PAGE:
African American women have, far beyond reasonable expectation, had to hold their communities together. And a sage saying goes, “A real woman can do it all by herself. A real man won’t let her.”
Accordingly, Positive Image’s Third Annual Father Daughter Dance is based on the profound observation that, contrary to an enduring stereotype as deadbeat baby makers, there are real Black men who see to it that Black women no longer need do it all. Those who are good can be overlooked because of the bad.
Positive Image founder-president Terry Austin acknowledges, “We need to do a lot in our community to improve [men’s] overall image. We have [many] great fathers in our community who are doing their jobs. We should highlight everything a good father — a great father — is doing for his family, for his community.”
As well, a population among us routinely goes unnoticed: the dad who is doing it all on his own — raising his little girl, doing what he can to guide her toward being a grown woman. Austin points out that single fathers don’t necessarily need to go it completely alone. That, for instance, “It’s important to network with other fathers. You can meet them at things like after-school activities.” And, of course, there’s the age-old student support program, your neighborhood PTA.
Austin states that all men with children — be they married to the mom, single, with or without primary custody — have to have as a priority “showing a strong example.” He adds that Positive Image’s mission cuts across economic lines, supporting dads of all incomes and circumstances.
“We want to engage everyone, fathers from all walks of life, whether he is a CEO of a company or [someone] just getting out of prison to try to get their life back.” Pursuant to which, the organization works with the Minnesota Department of Corrections to help men make the transition back to society.
The idea is to construct lines of communication and understanding between dad and daughter, or for that matter, son, regardless of circumstance. For example, there’s the opportunity to, regardless of social standing, network while bonding with daughters.
It’s also a welcome way to just get out of the house, away from the daily grind, and socialize. You don’t need deep pockets to drop in at their End of Summer BBQ and School Supply Drive. For that and more ways to connect up with and plug in at Positive Image, including the Fatherhood Summit and Father/Daughter Workshops, see the website (positiveimagemn.org).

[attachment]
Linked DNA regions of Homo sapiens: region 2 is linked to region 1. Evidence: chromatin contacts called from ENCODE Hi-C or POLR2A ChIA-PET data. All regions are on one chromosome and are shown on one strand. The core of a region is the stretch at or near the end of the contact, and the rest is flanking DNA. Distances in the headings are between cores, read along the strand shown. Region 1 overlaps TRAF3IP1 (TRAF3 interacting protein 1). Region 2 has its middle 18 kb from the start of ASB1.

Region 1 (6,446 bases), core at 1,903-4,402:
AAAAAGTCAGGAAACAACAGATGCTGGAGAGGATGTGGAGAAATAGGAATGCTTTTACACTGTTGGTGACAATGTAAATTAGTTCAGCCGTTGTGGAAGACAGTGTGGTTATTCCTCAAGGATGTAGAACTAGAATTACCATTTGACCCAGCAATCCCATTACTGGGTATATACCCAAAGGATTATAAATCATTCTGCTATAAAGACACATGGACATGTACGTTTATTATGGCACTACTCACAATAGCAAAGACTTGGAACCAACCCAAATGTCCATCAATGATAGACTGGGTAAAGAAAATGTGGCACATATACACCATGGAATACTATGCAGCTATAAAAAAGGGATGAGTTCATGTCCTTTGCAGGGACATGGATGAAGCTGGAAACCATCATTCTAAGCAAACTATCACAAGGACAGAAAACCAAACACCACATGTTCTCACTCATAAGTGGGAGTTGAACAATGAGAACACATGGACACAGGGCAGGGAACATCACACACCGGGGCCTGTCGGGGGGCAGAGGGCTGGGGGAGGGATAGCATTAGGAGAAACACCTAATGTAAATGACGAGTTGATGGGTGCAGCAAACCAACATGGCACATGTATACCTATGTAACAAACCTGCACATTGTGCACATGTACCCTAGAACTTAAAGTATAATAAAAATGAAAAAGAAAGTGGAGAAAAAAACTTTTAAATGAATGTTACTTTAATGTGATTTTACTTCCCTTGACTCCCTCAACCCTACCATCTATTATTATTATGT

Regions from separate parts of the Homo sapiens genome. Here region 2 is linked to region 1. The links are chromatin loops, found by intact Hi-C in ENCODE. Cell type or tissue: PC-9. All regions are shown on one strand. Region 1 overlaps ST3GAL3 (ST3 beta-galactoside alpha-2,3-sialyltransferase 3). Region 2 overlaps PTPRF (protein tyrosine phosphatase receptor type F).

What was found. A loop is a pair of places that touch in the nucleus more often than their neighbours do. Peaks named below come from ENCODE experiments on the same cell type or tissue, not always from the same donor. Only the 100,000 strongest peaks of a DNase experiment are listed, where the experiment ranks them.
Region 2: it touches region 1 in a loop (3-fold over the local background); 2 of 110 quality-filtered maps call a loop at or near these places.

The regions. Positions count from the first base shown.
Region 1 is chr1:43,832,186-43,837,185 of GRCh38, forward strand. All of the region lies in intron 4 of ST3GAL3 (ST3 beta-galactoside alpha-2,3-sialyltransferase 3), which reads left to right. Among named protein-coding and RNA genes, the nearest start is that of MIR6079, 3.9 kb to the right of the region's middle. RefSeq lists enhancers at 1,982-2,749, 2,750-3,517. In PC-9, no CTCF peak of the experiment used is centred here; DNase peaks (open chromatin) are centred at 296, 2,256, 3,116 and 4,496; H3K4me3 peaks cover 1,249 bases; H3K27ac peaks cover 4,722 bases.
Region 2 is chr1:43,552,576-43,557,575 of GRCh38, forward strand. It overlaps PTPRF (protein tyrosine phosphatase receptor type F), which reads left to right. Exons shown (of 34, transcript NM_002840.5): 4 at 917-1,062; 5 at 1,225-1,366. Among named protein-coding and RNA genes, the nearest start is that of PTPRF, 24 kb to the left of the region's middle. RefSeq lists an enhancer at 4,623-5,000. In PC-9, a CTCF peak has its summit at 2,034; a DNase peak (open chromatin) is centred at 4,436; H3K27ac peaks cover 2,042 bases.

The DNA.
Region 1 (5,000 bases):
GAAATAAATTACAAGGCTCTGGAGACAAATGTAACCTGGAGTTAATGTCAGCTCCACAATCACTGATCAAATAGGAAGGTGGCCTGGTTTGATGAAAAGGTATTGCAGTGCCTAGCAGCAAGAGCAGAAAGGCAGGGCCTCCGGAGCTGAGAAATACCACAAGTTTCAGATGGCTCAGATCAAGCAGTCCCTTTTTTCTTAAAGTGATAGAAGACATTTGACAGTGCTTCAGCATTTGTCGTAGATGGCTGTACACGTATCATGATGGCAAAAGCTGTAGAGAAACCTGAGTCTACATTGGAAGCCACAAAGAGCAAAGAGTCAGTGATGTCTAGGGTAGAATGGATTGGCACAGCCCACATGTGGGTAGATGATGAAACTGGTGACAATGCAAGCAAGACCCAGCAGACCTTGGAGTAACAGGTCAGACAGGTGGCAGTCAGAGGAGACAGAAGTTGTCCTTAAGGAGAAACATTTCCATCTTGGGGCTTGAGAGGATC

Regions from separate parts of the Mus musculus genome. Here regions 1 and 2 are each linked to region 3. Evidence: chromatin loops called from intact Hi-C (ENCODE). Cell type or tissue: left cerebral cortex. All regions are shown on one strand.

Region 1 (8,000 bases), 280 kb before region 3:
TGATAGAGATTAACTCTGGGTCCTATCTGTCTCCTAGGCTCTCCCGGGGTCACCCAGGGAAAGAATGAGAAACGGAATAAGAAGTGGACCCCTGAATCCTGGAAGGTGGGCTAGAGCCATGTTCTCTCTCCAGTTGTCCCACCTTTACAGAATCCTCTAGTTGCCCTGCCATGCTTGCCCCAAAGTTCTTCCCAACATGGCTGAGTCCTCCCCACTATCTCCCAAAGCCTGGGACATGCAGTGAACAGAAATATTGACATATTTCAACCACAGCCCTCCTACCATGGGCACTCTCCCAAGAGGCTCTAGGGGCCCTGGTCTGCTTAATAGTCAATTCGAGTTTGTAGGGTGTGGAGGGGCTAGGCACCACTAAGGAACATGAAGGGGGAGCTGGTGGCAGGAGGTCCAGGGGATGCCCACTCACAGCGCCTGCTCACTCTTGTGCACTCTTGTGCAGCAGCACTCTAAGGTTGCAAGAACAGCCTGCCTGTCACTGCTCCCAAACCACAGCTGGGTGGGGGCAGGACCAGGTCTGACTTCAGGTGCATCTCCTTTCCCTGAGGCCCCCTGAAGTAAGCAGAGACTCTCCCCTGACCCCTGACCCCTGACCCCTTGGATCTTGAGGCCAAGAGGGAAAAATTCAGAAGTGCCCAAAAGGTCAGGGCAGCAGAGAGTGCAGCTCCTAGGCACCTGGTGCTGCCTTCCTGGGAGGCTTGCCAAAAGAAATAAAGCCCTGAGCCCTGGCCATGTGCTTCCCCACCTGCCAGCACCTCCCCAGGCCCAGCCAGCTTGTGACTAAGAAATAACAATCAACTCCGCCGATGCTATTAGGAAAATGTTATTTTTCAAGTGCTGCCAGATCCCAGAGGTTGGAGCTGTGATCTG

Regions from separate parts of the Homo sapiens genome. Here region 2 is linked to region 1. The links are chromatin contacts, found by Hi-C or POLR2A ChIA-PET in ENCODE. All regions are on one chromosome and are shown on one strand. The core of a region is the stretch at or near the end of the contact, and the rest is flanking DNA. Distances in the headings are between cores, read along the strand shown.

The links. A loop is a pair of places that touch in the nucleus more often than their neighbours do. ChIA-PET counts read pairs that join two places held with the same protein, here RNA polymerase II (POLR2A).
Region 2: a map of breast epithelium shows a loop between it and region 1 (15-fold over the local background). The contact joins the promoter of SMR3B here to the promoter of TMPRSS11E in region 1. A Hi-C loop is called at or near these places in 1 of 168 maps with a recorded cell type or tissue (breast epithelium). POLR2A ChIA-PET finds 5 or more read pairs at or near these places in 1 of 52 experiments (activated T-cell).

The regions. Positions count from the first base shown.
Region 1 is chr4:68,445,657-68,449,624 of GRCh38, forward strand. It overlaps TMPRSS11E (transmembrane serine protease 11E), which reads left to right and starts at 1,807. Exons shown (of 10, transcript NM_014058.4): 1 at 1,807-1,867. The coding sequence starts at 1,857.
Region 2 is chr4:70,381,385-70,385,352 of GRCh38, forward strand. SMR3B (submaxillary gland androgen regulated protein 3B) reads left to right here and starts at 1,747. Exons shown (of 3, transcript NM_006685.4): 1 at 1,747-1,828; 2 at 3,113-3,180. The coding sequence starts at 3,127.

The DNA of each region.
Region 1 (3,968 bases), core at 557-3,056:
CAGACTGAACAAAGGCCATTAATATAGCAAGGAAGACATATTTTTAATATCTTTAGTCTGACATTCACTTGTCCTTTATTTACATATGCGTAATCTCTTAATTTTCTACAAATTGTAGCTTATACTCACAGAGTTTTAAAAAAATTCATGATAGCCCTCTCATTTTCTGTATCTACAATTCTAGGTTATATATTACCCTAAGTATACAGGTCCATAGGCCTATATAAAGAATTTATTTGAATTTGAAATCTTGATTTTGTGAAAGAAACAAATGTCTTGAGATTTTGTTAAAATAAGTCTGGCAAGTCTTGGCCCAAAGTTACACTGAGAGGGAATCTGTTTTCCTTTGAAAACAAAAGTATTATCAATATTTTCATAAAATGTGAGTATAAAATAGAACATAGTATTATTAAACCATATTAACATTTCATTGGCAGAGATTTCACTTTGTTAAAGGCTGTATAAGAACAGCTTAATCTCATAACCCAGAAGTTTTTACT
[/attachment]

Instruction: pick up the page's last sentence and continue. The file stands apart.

In the meantime, right after Valentine’s Day, the annual Father-Daughter Dance offers another sweetheart celebration, special in a way that only dads and daughters truly appreciate. After all, you can look it up in psychology but needn’t bother: nothing so impacts a young girl as interacting with the first and probably most important man in her life.
“This event,” Austin said via press release, “creates a space where young girls can celebrate with their father or father figure and have [healthy] esteem reinforced.” Positive Image is supported, Terry Austin states, at the grass root. “We are community-funded through collaboration with businesses, churches and just the community.”
Partners include the Pillsbury United Oak Park Youth and Family Center to provide the essentials of parenting classes. When he started Positive Image in 2004, the fledgling organization allied with such agencies as the Stair Step Foundation, Emerge Incorporated (Pillsbury United Communities) and New Salem Missionary Baptist Church. This is an initiative, as it were, of the community for the community and by the community and the family.
Who had the idea to do the first annual Father-Daughter Dance? “The idea to start the Father-Daughter Dance was initiated by my daughter’s mom and other dads who had young daughters under the age of 10 who thought that would be a great idea,” says Austin. “The dance was intended to be a night out with music, dinner, and lots of photos with fathers who participated in Positive Image’s Annual Father Day Weekend Celebration.
“The first year, we had nearly 200 people who attended,” he continued. “We decided to make this event an annual event for all fathers, grandfathers, step-dads, and close relatives that play a positive role in a daughter’s life.”
How has it been received and how successful has it been over the past two years? “Our [second event] had nearly 400 participants at Double Tree Hotel ballroom. We were featured on Fox 4 news with Dawn Stevens, many churches and community organizations participated and sponsored tables for theirs clients and staff to attend.
“We anticipate 500 attendees for this year’s event. Social media and our marketing campaign targeting fathers and young daughters will make this a true success.”
Positive Image’s Third Annual Father Daughter Dance took place at the Earle Brown Heritage Center in Saint Paul. Tickets sold out well in advance of the event.
Dwight Hobbes welcomes reader responses to P.O. Box 50357, Mpls., 55403.